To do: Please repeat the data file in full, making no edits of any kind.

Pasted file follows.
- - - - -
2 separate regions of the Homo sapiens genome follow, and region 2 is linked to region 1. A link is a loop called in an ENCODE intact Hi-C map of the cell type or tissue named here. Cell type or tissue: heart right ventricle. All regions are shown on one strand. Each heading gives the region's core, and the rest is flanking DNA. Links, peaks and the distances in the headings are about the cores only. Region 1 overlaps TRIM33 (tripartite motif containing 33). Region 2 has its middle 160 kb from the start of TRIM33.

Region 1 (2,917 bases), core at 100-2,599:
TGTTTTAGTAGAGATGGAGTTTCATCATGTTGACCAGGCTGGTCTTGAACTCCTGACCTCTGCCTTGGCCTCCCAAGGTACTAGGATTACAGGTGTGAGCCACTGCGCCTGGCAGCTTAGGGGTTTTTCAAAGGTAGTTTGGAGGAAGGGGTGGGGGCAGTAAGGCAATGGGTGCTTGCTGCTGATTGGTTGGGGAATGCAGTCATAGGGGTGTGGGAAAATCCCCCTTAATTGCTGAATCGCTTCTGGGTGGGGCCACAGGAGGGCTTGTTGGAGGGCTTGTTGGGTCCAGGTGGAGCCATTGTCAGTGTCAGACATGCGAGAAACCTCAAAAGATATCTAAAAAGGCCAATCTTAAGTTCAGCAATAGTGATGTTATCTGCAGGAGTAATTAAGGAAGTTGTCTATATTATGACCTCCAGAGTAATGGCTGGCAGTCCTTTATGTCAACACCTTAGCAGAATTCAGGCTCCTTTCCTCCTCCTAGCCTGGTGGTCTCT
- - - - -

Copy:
2 separate regions of the Homo sapiens genome follow, and region 2 is linked to region 1. A link is a loop called in an ENCODE intact Hi-C map of the cell type or tissue named here. Cell type or tissue: heart right ventricle. All regions are shown on one strand. Each heading gives the region's core, and the rest is flanking DNA. Links, peaks and the distances in the headings are about the cores only. Region 1 overlaps TRIM33 (tripartite motif containing 33). Region 2 has its middle 160 kb from the start of TRIM33.

Region 1 (2,917 bases), core at 100-2,599:
TGTTTTAGTAGAGATGGAGTTTCATCATGTTGACCAGGCTGGTCTTGAACTCCTGACCTCTGCCTTGGCCTCCCAAGGTACTAGGATTACAGGTGTGAGCCACTGCGCCTGGCAGCTTAGGGGTTTTTCAAAGGTAGTTTGGAGGAAGGGGTGGGGGCAGTAAGGCAATGGGTGCTTGCTGCTGATTGGTTGGGGAATGCAGTCATAGGGGTGTGGGAAAATCCCCCTTAATTGCTGAATCGCTTCTGGGTGGGGCCACAGGAGGGCTTGTTGGAGGGCTTGTTGGGTCCAGGTGGAGCCATTGTCAGTGTCAGACATGCGAGAAACCTCAAAAGATATCTAAAAAGGCCAATCTTAAGTTCAGCAATAGTGATGTTATCTGCAGGAGTAATTAAGGAAGTTGTCTATATTATGACCTCCAGAGTAATGGCTGGCAGTCCTTTATGTCAACACCTTAGCAGAATTCAGGCTCCTTTCCTCCTCCTAGCCTGGTGGTCTCT